Northwest, Ford Caught in Wave of Health Care Cuts

Both companies are losing billions in industries dogged by overcapacity, as new competitors with lower costs flex their muscles and grab market share.


One makes cars and the other flies planes. But Ford Motor Co. and Northwest Airlines are facing the same common and crippling dynamic: They're losing billions in industries dogged by overcapacity, as new competitors with lower costs flex their muscles and grab market share.

And the two companies, which both employ thousands in the Twin Cities, are looking to slash health care benefits for workers and retirees to reduce labor costs and stop the flow of red ink.

It's a cost-cutting effort that's sweeping through two industries once viewed as high ground in the event of a recessionary tsunami. Now the floodgates are open for employers to continue to pare benefits as health care costs escalate.

"Whenever that becomes front-page news, all corporate leaders ask themselves, 'Can't we do something similar?'" said Gary Chaison, a professor of industrial relations at Clark University in Worcester, Mass. The cuts in the auto industry — with General Motors last week announcing major health care concessions from its workers — will have a ripple effect throughout the economy, he predicts. Already companies had been scaling back on costly retiree medical plans as health care costs have increased at double-digit rates for the past four years.

Companies with sizable numbers of older workers and retirees — including major airlines and big car manufacturers — are seeing the worst of it. They are responding by raising premiums, requiring deductibles, trimming retiree benefits, and kicking spouses off plans if they have alternatives.

At the same time, more companies are joining the growing movement toward high deductibles that make individuals more aware and more accountable for their health care costs. Some are charging smokers more. Others are considering a special charge for the obese. In Minnesota, more small employers are dropping health care altogether.

"There are going to be dramatic changes for everyone as a result of rising costs of health care," said Michael Scandrett, a health-policy analyst with Halleland Health Consulting in Minneapolis. "It will get worse before it gets better."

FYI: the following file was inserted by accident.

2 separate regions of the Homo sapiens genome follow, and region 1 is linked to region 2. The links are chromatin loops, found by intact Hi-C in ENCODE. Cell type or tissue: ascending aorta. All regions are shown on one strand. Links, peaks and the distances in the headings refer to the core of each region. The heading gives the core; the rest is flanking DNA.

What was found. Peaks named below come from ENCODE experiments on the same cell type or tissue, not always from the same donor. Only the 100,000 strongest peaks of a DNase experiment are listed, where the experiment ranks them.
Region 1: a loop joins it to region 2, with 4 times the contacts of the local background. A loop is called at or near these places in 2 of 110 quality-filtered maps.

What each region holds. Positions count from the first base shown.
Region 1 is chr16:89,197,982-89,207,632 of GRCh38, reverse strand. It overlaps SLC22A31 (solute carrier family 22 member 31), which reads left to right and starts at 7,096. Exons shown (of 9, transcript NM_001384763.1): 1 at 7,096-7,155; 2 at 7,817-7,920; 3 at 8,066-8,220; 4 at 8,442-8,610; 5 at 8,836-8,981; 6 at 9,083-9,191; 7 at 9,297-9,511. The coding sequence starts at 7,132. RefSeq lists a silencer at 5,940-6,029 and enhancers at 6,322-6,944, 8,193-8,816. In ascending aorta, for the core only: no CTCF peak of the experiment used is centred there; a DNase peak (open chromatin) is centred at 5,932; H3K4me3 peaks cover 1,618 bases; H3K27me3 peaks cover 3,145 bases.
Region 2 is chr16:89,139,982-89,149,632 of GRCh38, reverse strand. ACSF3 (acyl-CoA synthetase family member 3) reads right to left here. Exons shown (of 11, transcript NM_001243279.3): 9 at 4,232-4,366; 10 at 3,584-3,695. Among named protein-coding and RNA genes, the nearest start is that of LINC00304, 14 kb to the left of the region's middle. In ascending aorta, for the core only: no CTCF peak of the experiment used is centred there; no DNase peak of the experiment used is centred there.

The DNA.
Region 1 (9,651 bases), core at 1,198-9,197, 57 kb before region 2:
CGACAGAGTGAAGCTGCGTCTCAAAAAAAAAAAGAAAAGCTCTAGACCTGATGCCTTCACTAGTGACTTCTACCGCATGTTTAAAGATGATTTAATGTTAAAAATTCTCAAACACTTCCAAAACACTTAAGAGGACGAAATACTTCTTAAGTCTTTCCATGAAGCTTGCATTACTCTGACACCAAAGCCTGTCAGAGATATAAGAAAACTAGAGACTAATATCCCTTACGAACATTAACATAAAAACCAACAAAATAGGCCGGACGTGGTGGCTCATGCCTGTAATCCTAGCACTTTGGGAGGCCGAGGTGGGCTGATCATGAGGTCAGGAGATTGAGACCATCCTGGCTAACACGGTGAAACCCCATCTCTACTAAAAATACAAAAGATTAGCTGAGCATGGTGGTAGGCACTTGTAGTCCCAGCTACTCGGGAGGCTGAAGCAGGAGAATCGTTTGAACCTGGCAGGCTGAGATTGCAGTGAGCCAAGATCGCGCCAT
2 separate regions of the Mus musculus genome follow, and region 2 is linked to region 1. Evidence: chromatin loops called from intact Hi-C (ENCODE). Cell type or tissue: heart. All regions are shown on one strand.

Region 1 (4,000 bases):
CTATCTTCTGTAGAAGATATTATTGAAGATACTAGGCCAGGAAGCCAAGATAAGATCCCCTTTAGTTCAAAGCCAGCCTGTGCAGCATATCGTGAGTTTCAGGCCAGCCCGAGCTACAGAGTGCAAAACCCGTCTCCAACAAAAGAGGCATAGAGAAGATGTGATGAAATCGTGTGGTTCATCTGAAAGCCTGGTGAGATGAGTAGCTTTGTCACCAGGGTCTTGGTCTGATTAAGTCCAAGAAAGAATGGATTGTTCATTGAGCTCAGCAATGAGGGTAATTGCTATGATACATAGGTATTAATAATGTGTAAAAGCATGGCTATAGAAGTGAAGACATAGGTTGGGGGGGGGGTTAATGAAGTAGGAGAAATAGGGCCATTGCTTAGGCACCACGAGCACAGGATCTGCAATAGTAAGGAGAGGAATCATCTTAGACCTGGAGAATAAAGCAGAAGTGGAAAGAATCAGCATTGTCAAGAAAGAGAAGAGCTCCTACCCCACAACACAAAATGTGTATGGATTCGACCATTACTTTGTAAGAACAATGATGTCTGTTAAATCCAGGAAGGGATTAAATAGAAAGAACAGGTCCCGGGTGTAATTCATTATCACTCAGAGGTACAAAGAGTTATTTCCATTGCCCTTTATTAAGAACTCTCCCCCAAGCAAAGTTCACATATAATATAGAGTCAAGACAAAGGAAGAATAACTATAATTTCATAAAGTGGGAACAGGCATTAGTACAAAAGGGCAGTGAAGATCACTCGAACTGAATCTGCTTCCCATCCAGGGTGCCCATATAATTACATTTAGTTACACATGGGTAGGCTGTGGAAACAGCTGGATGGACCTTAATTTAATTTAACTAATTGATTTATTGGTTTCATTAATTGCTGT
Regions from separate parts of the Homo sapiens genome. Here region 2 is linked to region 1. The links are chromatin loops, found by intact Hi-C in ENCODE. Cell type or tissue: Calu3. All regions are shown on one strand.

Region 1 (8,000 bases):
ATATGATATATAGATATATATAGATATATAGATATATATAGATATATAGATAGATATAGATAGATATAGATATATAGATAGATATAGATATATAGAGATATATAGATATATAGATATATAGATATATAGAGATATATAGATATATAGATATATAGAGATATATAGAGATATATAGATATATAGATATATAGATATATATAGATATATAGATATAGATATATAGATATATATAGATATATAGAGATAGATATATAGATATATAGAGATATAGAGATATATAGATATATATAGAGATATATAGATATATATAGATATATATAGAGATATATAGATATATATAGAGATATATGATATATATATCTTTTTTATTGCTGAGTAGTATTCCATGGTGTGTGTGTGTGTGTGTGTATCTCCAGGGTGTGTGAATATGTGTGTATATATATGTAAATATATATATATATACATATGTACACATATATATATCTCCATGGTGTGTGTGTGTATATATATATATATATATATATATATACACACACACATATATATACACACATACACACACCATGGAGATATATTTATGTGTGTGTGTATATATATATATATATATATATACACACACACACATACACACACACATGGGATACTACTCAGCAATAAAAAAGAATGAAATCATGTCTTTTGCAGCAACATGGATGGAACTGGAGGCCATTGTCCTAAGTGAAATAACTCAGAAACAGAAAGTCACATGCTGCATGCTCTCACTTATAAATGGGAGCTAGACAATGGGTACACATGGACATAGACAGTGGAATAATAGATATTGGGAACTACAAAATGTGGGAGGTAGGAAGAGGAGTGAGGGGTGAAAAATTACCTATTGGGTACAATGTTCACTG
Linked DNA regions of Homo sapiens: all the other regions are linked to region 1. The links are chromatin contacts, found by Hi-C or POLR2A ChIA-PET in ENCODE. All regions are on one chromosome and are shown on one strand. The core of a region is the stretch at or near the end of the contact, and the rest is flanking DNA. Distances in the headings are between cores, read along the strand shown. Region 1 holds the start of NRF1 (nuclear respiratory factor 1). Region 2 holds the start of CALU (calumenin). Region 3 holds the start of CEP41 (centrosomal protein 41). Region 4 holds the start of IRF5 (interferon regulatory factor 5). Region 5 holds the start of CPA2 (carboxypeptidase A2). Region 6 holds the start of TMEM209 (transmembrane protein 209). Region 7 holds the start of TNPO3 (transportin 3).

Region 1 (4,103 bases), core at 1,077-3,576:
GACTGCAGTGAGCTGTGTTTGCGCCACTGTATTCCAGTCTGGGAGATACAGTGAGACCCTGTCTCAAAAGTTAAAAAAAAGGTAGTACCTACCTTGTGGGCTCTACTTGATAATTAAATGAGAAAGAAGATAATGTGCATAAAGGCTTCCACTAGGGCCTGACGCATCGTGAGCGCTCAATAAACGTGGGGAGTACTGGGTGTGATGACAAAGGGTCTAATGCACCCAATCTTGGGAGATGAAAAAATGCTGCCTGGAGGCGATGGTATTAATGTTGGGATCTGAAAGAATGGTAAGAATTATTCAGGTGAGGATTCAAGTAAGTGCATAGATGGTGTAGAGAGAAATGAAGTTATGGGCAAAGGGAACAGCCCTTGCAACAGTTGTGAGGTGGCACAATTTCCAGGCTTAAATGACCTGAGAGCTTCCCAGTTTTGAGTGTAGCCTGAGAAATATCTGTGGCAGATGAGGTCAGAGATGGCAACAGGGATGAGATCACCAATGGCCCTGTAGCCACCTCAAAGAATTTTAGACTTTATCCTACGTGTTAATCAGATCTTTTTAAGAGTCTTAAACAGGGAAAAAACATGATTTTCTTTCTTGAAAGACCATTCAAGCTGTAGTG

At Northwest, salaried employees will start paying a higher share of their monthly premiums and face higher out-of-pocket expenses — such as deductibles — on their health plans.

All current and future retired salaried Northwest employees will be required to pay 50 percent of the cost of their health plans, according to a company summary of health plans. The airline is proposing the same for its union employees and retirees. Northwest won't provide details, but one retiree said her current tab is about 20 percent of total costs.

The company, which is in bankruptcy, says it has about 12,000 retirees currently receiving benefits. It intends to eliminate medical benefits for retirees after the age of 65, according to bankruptcy filings, but would need court approval to do so.

Northwest also said it plans to move from three medical plans to a single plan, which will require employees to pick up a greater percentage of the premium. The move will bring costs in line with the competition, provide benefits comparable to other large companies, and cut administrative costs.

Workers will be required to pay 25 percent of their monthly premiums, up from 20 percent. Some Northwest workers will pay deductibles for the first time. Out-of-pocket expense caps will nearly triple for some workers to at least $2,750 a year, according to a summary of changes posted on an employee Web site. Until 2003, Northwest workers paid nothing to participate in its most popular health care plans.

"My concern is that they are going to make retirees bear a greater burden of the health care costs than the employees," said Patricia Slice, 61, who retired from Northwest last year after 24 years as a flight dispatcher. By her calculations, monthly premium costs for her and her husband will grow from $176 to $326. Plus, she'll pay more for her blood pressure medicine and take on a deductible for the first time.

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